Cars and Teens

Posted on August 11, 2020 at 03:43 PM

Hoping to get your teen a "new" used car? Here's the latest news about auto safety, reliability and insurance costs

What to Know

  • Best cars for teens: Consumer Reports (CR) and the Insurance Institute for Highway Safety (IIHS) have released a list of 65 recommended used vehicles for teens (or anyone) that are safe, reliable and affordable.
  • Stay safe: We’re in the middle of the annual “100 Deadliest Days” – when the risk of a motor vehicle crash involving a teen is highest. We have tips for safer driving.
  • Auto insurance: Adding a teenager to your auto policy can mean adding 50 percent or more to your auto insurance premium, but there are ways to manage your insurance costs.

The task of finding a “new” used car for your teen driver that is safe, reliable and affordable can feel overwhelming. To help make it easier, Consumer Reports (CR) and the Insurance Institute for Highway Safety (IIHS) have released a list of recommended vehicles for teens that will help keep them safe as they learn to drive as well as help parents manage costs when there’s a teen driver in the family, including auto insurance costs.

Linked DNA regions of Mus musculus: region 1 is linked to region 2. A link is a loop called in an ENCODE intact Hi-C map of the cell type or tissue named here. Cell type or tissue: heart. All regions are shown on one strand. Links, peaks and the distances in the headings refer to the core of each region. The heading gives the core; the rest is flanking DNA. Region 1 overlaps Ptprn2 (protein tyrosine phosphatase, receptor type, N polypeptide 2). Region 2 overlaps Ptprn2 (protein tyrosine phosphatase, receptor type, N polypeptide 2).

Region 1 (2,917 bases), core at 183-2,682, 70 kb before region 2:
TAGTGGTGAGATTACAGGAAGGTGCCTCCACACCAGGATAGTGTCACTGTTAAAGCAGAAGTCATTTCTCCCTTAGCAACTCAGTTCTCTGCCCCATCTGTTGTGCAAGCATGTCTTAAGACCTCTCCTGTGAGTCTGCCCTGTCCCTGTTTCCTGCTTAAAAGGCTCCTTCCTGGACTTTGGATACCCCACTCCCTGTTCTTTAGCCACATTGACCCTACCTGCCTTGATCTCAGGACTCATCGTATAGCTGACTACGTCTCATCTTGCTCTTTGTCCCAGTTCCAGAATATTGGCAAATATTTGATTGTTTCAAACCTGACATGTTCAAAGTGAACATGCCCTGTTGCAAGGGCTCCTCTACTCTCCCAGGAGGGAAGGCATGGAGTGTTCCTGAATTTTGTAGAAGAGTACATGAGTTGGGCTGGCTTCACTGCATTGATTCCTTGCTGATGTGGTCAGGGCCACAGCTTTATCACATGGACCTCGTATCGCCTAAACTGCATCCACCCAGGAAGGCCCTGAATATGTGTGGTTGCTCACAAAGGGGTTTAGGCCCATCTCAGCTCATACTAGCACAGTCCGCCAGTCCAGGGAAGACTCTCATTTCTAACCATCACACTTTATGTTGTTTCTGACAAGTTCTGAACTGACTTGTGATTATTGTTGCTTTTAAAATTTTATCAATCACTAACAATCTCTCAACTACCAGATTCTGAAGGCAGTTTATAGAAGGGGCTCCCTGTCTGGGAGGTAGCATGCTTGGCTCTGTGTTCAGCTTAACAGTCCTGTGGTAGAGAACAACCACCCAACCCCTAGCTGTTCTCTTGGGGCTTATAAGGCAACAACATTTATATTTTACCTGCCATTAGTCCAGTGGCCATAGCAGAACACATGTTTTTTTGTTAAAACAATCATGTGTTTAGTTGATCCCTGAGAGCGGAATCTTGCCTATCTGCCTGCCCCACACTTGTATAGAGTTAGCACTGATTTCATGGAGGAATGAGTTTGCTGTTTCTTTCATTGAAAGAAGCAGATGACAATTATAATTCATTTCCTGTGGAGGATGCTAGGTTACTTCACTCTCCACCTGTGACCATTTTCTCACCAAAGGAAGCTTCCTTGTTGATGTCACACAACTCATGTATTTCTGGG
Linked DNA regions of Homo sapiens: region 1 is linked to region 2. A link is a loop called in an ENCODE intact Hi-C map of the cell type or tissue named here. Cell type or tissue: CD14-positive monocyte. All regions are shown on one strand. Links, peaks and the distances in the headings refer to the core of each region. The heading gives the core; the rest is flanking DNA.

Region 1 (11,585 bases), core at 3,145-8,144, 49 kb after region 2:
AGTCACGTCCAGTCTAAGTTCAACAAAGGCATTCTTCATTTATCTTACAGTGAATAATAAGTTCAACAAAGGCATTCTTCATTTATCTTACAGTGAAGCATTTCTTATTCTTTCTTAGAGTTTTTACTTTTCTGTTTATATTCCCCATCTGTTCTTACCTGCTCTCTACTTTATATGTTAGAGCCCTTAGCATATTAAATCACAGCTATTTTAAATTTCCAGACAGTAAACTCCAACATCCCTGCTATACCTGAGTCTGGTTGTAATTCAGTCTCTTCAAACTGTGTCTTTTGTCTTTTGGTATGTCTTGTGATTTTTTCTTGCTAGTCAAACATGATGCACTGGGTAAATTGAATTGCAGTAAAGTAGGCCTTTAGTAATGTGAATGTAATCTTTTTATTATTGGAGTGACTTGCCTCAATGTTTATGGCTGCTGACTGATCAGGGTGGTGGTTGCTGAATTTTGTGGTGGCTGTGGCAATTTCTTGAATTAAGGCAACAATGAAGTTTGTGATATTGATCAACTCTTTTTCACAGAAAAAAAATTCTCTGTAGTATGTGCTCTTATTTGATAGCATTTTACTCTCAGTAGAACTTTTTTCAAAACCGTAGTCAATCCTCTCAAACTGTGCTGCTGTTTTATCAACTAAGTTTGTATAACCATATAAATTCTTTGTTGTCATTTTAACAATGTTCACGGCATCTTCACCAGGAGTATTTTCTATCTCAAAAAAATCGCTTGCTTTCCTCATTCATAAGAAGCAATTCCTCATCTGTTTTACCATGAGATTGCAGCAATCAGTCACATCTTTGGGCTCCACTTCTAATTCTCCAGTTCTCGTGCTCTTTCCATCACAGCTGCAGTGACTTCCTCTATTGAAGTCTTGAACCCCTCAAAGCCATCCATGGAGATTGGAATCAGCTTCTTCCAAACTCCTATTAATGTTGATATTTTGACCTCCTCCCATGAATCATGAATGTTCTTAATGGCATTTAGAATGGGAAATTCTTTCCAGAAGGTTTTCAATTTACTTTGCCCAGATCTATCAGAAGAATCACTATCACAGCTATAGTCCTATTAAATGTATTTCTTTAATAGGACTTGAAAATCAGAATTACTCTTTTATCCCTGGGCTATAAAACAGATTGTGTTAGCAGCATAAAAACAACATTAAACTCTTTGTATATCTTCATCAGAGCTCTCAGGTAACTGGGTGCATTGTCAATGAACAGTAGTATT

Teens are typically categorized by insurers as high-risk drivers because they have the highest auto crash and death rates of any group of drivers, which means premiums often increase when a teen is added to an auto insurance policy.

With each new model year, cars become smarter and safer, and that’s great news for young drivers – and their parents. But even as safety tech improves, teen drivers are still at a much higher risk of crashing than more experienced drivers, so it is important to pick the right vehicle and the right insurance.